When her mother’s mental health takes a turn for the worse, Alyssa learns that what she thought was fiction is based in terrifying reality. The real Wonderland is a place far darker and more twisted than Lewis Carroll ever let on. There, Alyssa must pass a series of tests, including draining an ocean of Alice’s tears, waking the slumbering tea party, and subduing a vicious bandersnatch, to fix Alice’s mistakes and save her family. She must also decide whom to trust: Jeb, her gorgeous best friend and secret crush, or the sexy but suspicious Morpheus, her guide through Wonderland, who may have dark motives of his own.

4 1/2 stars

Thanks to NetGalley and Amulet Books for this eARC! This title is now available.

I liked basically every Disney movie as a kid. Every one, that is, except for Alice in Wonderland. When the new fad became Alice retellings, I rolled my eyes and said, “There’s no way this goes well.” I still requested Splintered anyways.

Then I finally started reading.

Alyssa isn’t supposed to be Alice. Alice went and came back from Wonderland ages ago, and now her family has to deal with the notoriety of that fact—and the fact that all the women in her family since Alice had ended up locked away in asylums, if they didn’t kill themselves first. Alyssa’s mother has been committed for a great deal of Alyssa’s life, and Alyssa herself has just started hearing the voices of plants and bugs. She’s pretty sure she’s going to follow her mom shortly. She tries to make the voices stop by turning bugs into artwork and skateboarding with her iPod turned up. The other voice, the familiar and male one, that’s in her head all the time like a second consciousness isn’t helping matters, though.

And that is just the beginning.

Now, you may be able to understand how much I was drooling by this point already. This isn’t the Alice story of your childhood, people. Even when Alyssa gets to Wonderland, Howard turns all your preconceptions on your head. For just a teaser, you know the White Rabbit? Well, Alice messed up his name. He’s actually called White Rabid, and he’s partially a skeleton. You cannot tell me that isn’t an awesome way to go. You can’t.

I wish I could explain more of the twists, but then there would be spoilers and oh dear. But just know they’re SO AWESOME.

Besides all the things Howard has done to the world, I was also impressed by how layered the plot was. Morpheus—this hot fairy dude who Alice called the Caterpillar—is the mastermind behind everything that happens, but he is so good at keeping the truth concealed that you never know what’s actually going on until the end. Is he good? Is he bad? His character arc is a zigzag that doesn’t stop! (Well, until the end, but that would be a spoiler.)

I think most of the reason for the half star loss is the characterization of Morpheus and Alyssa’s other love interest, Jeb. Yes, other love interest. Morpheus yanks Alyssa’s chain so many times that I still don’t know what to think of him, and I never believed she could love him. Jeb, on the other hand, is the usual best friend/knight in shining armor. So, yeah, this love triangle has the requisite bad boy vs. good boy thing going on, which I don’t like. However, I will say that I did NOT expect the ending in anyway, so kudos for that.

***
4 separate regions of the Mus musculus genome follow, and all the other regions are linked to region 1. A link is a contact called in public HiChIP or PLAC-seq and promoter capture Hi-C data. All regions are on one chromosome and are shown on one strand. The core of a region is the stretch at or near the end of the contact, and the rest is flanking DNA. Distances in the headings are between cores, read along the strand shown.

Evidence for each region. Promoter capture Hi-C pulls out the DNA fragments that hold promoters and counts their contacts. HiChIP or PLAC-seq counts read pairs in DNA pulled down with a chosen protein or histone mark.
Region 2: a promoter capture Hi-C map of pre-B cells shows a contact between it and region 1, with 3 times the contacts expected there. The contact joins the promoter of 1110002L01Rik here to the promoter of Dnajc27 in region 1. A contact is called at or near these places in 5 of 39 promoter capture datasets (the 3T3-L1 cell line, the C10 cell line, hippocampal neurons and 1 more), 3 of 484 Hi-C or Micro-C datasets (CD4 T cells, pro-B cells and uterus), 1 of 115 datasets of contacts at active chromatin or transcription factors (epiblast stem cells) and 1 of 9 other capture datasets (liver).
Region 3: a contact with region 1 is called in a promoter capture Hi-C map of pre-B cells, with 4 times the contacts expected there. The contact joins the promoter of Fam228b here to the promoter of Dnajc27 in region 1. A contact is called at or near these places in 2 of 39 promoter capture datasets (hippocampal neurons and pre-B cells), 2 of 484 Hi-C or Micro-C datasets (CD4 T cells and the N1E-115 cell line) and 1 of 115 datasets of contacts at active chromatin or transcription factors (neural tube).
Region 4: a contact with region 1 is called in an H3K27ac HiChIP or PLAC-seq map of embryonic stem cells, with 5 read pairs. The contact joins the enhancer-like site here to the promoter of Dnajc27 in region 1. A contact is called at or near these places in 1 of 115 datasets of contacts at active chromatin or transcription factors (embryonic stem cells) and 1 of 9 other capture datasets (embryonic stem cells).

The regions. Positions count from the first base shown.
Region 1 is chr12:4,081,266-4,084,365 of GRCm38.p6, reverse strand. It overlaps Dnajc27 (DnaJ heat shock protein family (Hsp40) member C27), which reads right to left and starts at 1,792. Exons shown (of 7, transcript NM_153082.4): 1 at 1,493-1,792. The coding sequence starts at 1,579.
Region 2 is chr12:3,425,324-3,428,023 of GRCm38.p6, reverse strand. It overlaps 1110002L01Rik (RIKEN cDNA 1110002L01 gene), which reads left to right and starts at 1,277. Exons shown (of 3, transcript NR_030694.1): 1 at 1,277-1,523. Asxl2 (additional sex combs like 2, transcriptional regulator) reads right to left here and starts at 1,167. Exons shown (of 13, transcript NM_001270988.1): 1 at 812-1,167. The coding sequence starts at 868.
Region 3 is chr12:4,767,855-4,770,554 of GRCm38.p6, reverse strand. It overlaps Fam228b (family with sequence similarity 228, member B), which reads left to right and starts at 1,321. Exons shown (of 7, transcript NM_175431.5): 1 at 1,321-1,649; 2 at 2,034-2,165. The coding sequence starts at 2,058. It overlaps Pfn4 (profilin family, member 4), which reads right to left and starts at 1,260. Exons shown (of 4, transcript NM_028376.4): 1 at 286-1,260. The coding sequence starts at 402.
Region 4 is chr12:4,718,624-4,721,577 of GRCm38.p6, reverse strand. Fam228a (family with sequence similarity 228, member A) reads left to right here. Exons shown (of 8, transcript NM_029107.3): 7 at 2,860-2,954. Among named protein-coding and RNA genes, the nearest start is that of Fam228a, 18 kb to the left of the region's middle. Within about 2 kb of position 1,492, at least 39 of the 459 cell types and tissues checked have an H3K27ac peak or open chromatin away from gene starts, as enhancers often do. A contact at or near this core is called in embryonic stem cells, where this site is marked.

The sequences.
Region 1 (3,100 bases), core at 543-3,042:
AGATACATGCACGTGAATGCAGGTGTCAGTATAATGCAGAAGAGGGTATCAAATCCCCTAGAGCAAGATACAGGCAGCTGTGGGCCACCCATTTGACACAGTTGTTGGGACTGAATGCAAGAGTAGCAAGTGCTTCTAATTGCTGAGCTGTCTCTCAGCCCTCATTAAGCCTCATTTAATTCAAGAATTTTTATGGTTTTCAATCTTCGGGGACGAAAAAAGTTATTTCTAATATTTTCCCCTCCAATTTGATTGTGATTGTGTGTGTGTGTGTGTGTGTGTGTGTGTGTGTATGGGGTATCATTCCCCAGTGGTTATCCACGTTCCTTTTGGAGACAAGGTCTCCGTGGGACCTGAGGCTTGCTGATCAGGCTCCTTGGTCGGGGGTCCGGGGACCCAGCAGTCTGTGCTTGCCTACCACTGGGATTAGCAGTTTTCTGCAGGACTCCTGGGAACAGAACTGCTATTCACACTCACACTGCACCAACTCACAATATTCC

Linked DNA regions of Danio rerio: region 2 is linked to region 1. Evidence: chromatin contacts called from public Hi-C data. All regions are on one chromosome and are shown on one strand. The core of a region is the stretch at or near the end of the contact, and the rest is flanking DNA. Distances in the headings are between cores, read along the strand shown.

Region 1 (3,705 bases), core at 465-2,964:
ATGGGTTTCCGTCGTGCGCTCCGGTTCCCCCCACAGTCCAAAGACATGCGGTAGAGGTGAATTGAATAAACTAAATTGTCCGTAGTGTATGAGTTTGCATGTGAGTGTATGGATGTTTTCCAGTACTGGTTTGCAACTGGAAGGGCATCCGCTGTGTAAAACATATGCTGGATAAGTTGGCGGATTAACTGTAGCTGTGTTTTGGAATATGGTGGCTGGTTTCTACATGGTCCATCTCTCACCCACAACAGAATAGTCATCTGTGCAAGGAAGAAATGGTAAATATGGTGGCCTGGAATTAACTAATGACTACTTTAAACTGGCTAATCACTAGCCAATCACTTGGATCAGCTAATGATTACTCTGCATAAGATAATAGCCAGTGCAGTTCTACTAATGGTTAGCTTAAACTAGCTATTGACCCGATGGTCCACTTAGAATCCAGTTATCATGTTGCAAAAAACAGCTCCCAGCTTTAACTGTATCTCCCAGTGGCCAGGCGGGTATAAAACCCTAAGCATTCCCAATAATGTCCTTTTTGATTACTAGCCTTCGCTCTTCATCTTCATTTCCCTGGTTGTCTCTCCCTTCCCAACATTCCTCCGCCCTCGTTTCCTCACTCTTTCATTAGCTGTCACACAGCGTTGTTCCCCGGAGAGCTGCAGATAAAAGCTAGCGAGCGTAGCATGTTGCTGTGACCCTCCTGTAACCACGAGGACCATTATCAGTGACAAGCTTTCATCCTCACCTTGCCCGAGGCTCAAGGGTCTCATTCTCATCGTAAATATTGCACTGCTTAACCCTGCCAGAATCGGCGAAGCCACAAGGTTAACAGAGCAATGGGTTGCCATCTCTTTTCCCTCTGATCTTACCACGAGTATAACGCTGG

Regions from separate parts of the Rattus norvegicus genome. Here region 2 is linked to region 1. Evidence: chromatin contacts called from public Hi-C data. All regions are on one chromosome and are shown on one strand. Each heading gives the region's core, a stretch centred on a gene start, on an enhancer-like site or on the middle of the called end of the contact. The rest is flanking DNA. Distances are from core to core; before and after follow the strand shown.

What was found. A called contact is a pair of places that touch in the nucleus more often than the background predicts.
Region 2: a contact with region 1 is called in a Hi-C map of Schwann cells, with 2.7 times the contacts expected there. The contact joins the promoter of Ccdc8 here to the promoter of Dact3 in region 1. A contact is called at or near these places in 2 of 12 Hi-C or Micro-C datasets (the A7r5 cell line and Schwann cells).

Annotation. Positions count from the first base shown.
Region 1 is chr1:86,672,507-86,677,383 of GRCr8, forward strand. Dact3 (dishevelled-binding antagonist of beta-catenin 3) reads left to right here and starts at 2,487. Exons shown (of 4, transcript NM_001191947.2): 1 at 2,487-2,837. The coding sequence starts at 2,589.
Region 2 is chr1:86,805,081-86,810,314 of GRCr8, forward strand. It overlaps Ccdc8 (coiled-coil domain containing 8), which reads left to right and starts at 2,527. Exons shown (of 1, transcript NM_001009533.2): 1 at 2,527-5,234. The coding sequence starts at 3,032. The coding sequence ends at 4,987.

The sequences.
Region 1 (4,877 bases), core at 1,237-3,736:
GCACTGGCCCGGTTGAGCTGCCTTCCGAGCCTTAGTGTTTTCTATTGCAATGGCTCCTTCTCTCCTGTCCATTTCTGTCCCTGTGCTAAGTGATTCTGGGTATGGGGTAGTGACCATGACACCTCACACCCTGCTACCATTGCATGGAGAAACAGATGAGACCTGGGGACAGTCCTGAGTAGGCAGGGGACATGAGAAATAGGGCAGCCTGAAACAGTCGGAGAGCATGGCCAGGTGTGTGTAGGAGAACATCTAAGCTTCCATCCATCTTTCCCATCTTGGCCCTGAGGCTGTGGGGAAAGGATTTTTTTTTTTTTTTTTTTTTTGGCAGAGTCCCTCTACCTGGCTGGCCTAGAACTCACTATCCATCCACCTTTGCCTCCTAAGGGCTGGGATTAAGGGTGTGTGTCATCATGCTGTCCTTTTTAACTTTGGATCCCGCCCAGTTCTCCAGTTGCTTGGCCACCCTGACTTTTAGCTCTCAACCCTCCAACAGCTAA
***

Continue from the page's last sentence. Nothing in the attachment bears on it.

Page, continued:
At the end of the day, though, I cannot believe how much I liked this book. Despite being tied to a retelling, it was interesting and unique. The plot never ever stopped moving, and I was always kept guessing. If Alice in Wonderland is your thing, GET THIS. NOW. Even if it isn’t, though, and you’re looking to check out one of the new Alice books because you’re curious, this would be my pick FOR SURE!

ARC Review: “Silver” by Talia Vance

Silver by Talia Vance (Click for Goodreads)

4 1/2 stars

Beauty is pointless when no one’s looking.
Brianna Paxton has been invisible to guys since the eighth grade. She’s pretty enough, it’s just that no one bothers to look. There’s almost nothing that can’t be explained with science, and Brianna has a theory: she’s missing the pheromone that attracts people to one another. Brianna’s theory is shot to hell in one frozen, silver moment, when time stops and Blake Williams not only sees her, he recognizes something inside her that she’s been hiding from even herself.
Before Brianna fully understands who and what she is, she accidentally binds her soul to Blake. Forced to find a way to reconcile forbidden love and her bloody heritage, Brianna discovers that there’s nothing pointless about her, and Blake may be in the most danger of all.

This review is based on an ARC received from NetGalley. You can get a copy for yourself September 8, 2012

I don’t even know where to start with this book. I went into it a little apprehensively, because the blurb made it sound like Brie might be another one of those girls who goes on and on about how she’s not pretty and then whoops there would be this insta-love thing and I would be left knocking my head against my desk.

That didn’t happen.

First off, Brie is totally relatable. She’s geeky, but not in the overpowering, stereotype way. She doesn’t think she’s pretty, she thinks she’s invisible BUT she doesn’t spend hours whining about it. She accepts it, she’s chill about it and she let’s that make her stronger. Especially after dealing with the character of America in The Selection, that was fantastic to read. Add in some snappy dialogue and I was hooked.